For years, I held an ambivalent view of Black History Month. On the one hand, it was and is a source of pride in that we have a month where there are things that most of the USA discovers about people of African descent with which they had been previously unfamiliar. One discovers information about inventors, politicians, activists, cultural icons, etc.

On the other hand, Black History Month ends at the termination of February and so much returns to “normal.” Thus, the importance of integrating - no pun intended - the history of people of African descent into the entirety of history.

Black History Month, however, has become more important than ever in light of the attacks on African American history and on discussions regarding race.  As part of the counter-attack against the Black Lives Movement eruptions of 2020, the political Right successfully challenged the teaching (and discussion) of the history of the United States.  They did it in the form of attacking discussions regarding race and racism that, allegedly, make white people feel guilty and otherwise bad about themselves.  Using that formula, one cannot teach anything about atrocities that have been committed over time because someone will inevitably feel “bad.”  Thus, no teaching of the Armenian genocide because someone of Turkish descent may feel bad. No teaching of the Holocaust because someone of German descent will feel bad. Certainly, no teaching of the genocide committed against Native Americans, since people of European descent will feel horrible.  In other words, no teaching of history.

This creates a major dilemma. The attack on so-called critical race theory has been an attack not only on African American history but an attack on any history that addresses oppression, oppressive systems, and atrocities. It means that history must be sanitized - for whites - while for the rest of us…we cease to exist except in some sort of historical twilight zone.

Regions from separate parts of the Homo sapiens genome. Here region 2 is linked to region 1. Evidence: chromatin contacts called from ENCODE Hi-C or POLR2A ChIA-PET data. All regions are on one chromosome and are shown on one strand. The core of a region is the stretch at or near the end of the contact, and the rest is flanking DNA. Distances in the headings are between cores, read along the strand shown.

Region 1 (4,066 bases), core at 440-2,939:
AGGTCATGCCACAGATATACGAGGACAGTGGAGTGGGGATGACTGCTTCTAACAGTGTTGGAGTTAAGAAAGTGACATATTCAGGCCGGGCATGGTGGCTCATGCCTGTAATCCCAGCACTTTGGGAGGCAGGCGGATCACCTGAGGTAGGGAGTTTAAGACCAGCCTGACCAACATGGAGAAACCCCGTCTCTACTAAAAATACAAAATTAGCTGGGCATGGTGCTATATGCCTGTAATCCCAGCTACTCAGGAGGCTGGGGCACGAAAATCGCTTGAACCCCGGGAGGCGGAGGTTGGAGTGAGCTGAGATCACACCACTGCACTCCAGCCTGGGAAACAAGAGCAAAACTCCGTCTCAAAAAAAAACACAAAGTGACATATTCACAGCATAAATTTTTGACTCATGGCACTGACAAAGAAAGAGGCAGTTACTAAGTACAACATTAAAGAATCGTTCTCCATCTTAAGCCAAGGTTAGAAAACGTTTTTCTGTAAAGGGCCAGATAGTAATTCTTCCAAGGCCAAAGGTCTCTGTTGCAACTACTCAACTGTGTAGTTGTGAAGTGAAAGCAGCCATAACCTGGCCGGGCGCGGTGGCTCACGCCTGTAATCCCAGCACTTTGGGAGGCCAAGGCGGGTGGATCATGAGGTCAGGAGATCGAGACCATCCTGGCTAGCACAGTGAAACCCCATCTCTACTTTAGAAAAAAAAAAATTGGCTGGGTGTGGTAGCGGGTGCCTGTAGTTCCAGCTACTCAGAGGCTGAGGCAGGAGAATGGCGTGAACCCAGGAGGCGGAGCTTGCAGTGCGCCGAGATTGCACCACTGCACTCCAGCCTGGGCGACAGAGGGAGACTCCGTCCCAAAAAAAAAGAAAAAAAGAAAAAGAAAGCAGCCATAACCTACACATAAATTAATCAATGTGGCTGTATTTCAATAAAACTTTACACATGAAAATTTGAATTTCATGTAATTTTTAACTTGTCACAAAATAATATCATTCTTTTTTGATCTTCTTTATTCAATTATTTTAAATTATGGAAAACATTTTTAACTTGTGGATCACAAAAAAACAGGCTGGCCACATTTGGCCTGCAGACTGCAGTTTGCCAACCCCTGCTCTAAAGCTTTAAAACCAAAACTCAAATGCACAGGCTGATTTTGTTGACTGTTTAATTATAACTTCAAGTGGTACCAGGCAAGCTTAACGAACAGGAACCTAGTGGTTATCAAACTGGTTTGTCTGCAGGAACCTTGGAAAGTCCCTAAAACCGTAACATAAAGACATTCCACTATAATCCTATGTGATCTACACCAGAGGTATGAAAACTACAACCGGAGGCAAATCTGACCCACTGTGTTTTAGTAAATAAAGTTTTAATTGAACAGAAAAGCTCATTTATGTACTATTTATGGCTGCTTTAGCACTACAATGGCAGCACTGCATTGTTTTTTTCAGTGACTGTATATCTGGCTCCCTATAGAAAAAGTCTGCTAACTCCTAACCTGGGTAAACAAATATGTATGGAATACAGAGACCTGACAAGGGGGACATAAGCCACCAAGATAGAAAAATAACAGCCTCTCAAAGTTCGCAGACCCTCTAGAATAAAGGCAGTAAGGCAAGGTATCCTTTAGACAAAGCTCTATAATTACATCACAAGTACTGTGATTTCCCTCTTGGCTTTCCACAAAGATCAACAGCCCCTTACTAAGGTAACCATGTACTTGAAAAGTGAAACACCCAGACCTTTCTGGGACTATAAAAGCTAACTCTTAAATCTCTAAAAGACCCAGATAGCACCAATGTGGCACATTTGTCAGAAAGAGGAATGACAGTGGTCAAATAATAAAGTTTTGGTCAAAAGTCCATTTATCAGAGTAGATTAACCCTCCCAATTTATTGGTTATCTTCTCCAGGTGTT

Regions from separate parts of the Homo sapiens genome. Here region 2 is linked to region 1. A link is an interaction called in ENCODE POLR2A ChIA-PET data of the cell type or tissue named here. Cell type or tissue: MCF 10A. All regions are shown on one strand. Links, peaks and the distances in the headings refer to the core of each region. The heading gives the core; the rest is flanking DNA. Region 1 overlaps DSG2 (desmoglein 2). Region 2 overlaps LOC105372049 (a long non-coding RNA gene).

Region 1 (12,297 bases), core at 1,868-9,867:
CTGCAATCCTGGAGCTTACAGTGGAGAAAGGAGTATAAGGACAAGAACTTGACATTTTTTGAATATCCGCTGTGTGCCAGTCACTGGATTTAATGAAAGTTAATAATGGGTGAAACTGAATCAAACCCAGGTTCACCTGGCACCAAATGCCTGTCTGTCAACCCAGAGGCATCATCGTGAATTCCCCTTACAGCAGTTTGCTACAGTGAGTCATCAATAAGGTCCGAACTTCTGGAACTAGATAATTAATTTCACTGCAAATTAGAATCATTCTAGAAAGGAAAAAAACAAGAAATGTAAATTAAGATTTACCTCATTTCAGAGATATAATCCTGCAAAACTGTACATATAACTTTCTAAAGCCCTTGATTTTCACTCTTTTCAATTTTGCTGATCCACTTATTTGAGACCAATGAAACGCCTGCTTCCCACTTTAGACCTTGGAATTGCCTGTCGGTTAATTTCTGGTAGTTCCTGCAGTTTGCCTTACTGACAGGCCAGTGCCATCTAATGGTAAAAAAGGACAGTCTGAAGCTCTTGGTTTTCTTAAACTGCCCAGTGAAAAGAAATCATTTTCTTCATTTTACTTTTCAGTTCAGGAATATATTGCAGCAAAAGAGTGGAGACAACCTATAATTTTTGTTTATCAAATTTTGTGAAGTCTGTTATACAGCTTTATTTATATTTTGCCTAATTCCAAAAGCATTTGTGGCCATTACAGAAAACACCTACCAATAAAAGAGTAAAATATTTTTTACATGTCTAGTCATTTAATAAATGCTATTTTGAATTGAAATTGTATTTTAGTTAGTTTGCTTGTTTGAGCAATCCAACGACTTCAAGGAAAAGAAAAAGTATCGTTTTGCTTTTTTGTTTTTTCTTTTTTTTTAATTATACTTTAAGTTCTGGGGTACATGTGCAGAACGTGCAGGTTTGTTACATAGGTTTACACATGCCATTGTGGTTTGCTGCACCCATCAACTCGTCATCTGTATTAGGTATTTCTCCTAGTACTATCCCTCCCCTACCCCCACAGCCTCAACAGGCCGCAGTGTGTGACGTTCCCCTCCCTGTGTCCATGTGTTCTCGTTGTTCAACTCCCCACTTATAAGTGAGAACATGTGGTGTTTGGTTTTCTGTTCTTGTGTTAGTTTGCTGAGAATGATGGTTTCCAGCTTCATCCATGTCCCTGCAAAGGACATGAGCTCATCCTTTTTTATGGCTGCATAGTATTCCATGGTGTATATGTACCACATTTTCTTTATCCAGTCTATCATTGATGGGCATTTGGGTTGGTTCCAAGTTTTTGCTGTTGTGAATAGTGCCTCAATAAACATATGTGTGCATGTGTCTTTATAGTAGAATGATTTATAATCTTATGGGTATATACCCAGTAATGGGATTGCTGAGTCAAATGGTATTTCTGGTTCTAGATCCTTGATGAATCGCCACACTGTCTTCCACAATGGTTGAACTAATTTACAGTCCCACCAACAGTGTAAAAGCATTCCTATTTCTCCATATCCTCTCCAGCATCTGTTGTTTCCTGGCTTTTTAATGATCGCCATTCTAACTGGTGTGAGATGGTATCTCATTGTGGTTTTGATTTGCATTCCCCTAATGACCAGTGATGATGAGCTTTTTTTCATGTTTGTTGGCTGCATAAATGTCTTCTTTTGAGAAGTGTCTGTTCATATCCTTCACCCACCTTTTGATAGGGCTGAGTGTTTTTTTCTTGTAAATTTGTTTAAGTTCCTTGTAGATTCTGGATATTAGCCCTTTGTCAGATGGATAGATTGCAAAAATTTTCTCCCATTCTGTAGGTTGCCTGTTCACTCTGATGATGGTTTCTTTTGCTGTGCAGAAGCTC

During Black History Month we can challenge this faux teaching of history and raise important facts regarding the Black experience. Nevertheless, the existence of the various laws and regulations against the teaching of matters of race and racism, directly and indirectly, call into question the factual matter that is actually being taught. Did, in 1963, Martin Luther King simply say that we should all be judged by the content of our character, or did King give a blistering attack on white supremacy? For most of the political Right, the actual content of King’s speech would be an anathema. During Black History Month, for much of the United States, we can call the situation as it was.

Yet Black History Month is no more a permanent refuge from irrationalism and demagoguery than many of the world’s islands are a refuge in the face of global warming, soon to be submerged by the seas. Without an ideological and political counterattack on the forces who wish to convert history into myth, populations that have experienced racist and national oppression will be cut off from their histories, and, for that matter, Euro-Americans will never understand how they became “white people” in the first place, and the consequences of that development for us all.

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BlackCommentator.com Editorial Board member and Columnist, Bill Fletcher, Jr., is the executive editor of globalafricanworker.com, former president of TransAfrica Forum, and a lifetime trade unionist. He is a Senior Scholar with the Institute for Policy Studies, and the author of The Man Who Changed Colors, “They’re Bankrupting Us” - And Twenty Other Myths about Unions and the novel The Man Who Fell From the Sky. He is also the co-author of Solidarity Divided: The Crisis in Organized Labor and a New Path toward Social Justice, which examines the crisis of organized labor in the USA. Mr. Fletcher is also Co-editor of "Claim No Easy Victories: The Legacy of Amilcar Cabral". Other Bill Fletcher, Jr. writing can be found at billfletcherjr.com. Contact Mr. Fletcher and BC.

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